For the purpose of comparison of the distribution of the Elixhauser Agency for Healthcare Research and Quality-Web ICD-9-CM comorbidities, we combined diabetes mellitus with and without chronic complications into a single category of diabetes mellitus; congestive heart failure, hypertension, peripheral vascular disorders, and valvular disease into a single category of cardiovascular disorders; and chronic pulmonary disease, pulmonary circulation disorders, respiratory conditions due to other and unspecified external agents, and post-inflammatory pulmonary fibrosis into pulmonary disorders. IBD patients admitted with H. influenzae pneumonia compared to the IBD patients without these admissions had greater odds for the presence of certain comorbidities including diabetes (OR 1.56; CI 1.09–2.22), cardiovascular disorders (OR 2.09; CI 1.56–2.81), pulmonary disorders (OR 11.88; CI 8.56–16.48), and renal failure (OR 1.76, CI 1.10–2.83) (Figure 1).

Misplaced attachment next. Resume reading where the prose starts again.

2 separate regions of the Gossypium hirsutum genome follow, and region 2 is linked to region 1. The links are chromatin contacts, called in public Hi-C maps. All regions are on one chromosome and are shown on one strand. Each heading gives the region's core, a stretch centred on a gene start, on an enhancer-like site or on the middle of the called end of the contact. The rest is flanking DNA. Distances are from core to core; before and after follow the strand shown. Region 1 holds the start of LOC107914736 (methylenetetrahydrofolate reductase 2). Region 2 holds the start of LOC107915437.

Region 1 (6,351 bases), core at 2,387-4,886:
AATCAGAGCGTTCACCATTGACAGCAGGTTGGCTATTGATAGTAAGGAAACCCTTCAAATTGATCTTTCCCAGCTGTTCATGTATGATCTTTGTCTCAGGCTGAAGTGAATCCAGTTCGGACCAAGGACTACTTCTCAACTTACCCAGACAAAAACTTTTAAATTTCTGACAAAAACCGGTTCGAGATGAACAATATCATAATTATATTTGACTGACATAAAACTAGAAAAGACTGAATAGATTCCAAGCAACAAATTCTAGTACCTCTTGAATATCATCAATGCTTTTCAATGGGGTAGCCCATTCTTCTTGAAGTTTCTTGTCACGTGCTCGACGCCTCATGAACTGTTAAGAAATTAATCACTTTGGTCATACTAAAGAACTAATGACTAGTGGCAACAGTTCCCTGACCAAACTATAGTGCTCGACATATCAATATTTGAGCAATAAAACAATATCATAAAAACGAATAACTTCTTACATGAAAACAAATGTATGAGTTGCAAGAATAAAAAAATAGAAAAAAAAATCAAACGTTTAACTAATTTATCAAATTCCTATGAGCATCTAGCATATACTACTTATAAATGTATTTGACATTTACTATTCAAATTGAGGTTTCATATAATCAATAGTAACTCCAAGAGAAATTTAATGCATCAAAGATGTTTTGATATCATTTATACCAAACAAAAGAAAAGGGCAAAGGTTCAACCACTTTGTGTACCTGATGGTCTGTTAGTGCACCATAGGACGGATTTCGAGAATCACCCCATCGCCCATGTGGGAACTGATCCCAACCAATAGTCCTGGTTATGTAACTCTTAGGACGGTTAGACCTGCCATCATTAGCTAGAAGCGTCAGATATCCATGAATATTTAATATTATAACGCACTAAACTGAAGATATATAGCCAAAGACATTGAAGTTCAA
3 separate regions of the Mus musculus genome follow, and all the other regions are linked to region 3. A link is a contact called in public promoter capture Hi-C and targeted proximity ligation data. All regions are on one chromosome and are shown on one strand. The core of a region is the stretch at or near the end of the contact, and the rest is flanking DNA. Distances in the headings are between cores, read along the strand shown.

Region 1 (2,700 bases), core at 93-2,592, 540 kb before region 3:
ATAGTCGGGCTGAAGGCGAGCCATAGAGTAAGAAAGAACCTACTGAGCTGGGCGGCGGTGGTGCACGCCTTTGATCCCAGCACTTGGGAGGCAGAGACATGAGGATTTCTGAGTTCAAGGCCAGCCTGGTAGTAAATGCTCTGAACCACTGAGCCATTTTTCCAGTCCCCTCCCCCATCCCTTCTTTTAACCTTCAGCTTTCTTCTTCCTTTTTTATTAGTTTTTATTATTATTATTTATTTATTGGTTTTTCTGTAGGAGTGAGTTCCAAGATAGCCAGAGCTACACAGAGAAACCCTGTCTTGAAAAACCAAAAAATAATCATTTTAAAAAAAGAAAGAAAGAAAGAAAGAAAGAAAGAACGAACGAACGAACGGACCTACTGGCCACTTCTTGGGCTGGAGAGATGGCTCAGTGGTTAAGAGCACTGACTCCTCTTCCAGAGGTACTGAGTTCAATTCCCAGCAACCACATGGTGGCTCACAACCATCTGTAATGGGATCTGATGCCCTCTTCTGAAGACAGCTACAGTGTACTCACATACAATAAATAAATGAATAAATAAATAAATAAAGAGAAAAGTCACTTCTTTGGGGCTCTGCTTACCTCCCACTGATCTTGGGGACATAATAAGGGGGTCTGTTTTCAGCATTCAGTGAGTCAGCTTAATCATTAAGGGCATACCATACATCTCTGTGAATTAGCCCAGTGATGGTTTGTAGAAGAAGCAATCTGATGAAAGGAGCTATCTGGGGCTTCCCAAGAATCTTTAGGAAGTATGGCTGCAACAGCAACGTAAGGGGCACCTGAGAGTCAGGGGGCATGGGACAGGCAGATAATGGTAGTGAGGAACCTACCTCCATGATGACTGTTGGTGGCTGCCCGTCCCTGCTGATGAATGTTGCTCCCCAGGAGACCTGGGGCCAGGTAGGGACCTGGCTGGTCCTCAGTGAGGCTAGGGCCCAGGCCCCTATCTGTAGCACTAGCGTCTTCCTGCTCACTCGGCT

During the 6-year period, 2004–2009, a total of 13 deaths occurred among IBD patients hospitalized due to S. pneumoniae, 16 among influenza virus pneumonia, and five deaths during hospitalizations for H. influenzae pneumonia. Based on Chi-square tests with Yates’ correction, mortality during these admissions among IBD patients was not significantly higher than the control population.